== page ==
Why are we voting on lowering the eligible age for the presidency?

It affects a million voters, but no one seems to care

If everyone aged 21-35 voted in favour of the amendment it could potentially get over the line.

If everyone aged 21-35 voted in favour of the amendment it could potentially get over the line.

 

The country is being asked to vote on a second referendum on May 22nd. This is to reduce the age at which candidates can run for the Irish presidency from 35 to 21 years, as recommended by the constitutional convention. Never has a vote been of such low interest to the public, it seems.

Yet the recent census figures show 992,776 people aged between 21 and 35 would be eligible to run for the Áras if it passes. That is about 25 per cent of the population, meaning if everyone aged 21-35 voted in favour of the amendment it could potentially get over the line.

The few who are calling for a Yes vote have said the same standard applies in this referendum as exists in the same-sex marriage one – that you shouldn’t be discriminated against on the basis of age or sexual orientation.

The argument against the referendum is that nobody aged 21 has the experience to hold the office of President.

Not one party is actively promoting the presidency referendum; no leaflets have been dropped and no posters erected.

Fine Gael is supporting a Yes vote but Labour is not taking a formal position on the vote. Both parties are focusing on the same-sex marriage referendum.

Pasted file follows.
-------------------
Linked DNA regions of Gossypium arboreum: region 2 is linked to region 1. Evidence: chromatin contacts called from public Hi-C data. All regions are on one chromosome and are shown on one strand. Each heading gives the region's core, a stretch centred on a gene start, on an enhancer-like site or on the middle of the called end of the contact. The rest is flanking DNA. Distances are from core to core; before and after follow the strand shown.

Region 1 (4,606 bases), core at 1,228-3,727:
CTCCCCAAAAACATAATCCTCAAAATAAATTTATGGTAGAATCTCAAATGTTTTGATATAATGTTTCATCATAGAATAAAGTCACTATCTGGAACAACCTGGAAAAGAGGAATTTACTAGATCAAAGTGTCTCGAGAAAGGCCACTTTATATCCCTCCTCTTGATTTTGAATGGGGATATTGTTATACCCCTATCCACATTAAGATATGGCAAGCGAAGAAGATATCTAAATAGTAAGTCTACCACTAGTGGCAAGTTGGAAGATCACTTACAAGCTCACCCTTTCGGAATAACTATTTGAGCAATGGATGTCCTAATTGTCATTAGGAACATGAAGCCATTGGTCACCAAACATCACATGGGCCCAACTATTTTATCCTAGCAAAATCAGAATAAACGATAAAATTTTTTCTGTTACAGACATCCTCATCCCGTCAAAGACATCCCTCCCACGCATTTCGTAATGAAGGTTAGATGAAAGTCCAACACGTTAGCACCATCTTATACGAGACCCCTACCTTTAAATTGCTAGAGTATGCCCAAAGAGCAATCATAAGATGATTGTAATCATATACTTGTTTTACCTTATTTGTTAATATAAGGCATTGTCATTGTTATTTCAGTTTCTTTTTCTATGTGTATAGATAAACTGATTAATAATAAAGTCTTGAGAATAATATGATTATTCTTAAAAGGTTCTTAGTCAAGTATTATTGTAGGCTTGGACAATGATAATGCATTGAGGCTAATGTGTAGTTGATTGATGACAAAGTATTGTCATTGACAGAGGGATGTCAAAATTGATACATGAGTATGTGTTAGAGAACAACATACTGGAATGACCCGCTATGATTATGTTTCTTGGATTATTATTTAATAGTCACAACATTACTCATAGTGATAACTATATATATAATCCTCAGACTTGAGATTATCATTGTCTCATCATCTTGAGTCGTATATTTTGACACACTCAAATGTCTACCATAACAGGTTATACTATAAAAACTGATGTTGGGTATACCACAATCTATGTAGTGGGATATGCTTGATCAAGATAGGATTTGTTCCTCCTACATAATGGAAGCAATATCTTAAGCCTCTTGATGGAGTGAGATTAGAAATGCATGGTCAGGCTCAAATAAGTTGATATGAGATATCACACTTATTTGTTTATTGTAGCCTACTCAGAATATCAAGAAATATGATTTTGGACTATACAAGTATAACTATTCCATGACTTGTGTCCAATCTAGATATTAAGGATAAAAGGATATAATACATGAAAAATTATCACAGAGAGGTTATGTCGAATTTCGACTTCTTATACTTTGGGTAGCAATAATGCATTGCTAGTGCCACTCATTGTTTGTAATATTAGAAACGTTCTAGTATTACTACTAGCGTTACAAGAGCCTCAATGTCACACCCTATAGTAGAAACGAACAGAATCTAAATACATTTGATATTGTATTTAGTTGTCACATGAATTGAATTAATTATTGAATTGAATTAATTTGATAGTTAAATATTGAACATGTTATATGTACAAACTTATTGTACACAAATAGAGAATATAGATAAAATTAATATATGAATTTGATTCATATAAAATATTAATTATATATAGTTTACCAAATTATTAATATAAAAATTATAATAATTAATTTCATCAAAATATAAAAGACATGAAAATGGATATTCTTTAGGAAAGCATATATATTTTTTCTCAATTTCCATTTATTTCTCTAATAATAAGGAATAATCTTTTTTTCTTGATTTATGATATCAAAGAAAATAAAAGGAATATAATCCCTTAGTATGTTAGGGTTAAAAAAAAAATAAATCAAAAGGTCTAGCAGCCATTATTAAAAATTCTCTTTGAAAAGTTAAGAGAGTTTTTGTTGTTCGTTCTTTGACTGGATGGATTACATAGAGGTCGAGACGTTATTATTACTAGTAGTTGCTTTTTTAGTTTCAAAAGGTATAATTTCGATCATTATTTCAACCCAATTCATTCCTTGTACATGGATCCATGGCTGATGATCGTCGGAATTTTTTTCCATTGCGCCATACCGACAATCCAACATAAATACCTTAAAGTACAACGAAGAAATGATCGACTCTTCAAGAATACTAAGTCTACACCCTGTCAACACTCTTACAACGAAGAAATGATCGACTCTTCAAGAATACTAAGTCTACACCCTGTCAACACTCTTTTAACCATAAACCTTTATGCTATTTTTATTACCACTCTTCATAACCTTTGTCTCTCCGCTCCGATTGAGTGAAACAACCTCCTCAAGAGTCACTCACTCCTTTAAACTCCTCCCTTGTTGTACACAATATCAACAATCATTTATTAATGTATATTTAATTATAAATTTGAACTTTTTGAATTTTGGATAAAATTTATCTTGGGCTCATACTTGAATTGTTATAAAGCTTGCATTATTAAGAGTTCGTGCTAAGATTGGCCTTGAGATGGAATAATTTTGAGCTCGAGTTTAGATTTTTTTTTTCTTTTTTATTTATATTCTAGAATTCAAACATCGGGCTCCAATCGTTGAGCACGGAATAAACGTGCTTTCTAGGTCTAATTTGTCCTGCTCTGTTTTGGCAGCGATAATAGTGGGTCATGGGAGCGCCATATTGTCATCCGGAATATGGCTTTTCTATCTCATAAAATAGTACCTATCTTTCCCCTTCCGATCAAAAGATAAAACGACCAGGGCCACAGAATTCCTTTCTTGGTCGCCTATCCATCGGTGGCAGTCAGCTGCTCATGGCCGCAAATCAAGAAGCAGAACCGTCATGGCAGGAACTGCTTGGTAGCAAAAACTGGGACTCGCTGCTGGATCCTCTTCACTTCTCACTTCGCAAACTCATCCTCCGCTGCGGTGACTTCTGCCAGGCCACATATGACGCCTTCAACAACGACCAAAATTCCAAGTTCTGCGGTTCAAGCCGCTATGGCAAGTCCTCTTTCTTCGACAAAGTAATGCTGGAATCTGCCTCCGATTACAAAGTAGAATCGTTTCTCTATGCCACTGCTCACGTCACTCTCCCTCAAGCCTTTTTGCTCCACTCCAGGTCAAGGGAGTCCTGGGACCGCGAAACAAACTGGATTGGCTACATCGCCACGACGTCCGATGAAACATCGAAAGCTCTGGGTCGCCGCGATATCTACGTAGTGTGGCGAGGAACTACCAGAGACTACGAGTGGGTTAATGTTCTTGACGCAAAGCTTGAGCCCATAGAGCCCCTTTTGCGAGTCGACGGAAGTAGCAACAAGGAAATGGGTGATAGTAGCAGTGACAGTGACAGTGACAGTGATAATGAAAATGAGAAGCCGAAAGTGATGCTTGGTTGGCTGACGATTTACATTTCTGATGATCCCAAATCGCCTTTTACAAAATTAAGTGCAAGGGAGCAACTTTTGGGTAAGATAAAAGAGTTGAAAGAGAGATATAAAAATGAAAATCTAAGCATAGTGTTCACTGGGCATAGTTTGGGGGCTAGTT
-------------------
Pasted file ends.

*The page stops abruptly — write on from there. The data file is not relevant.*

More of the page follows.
Despite the official position of Enda Kenny’s party, a number of backbench TDs have confirmed they will be voting against lowering the age of eligibility to run for the presidency.

Alan Farrell, a Fine Gael TD for Dublin Fingal, who is 37, said there were a number of other pressing matters that could have been put before the public.

“I am not sure I, as a voter, would be willing to support a 21-year-old if such a candidate were ever to appear on the ballot paper.

“This person is the first citizen of Ireland, representing us overseas, and a diplomat. That element of the job is something that comes with age and experience and I don’t accept a person of 21, 23 or 25 would have that experience built up.”

Olivia Mitchell, Fine Gael TD for Dublin South, said she would be voting No but would not be actively campaigning. She said she has seen no support at all for a change in the law.

Senior Government sources are estimating the referendum could be rejected by up to 80 per cent of voters.

Sinn Féin and Fianna Fáil are in favour of it.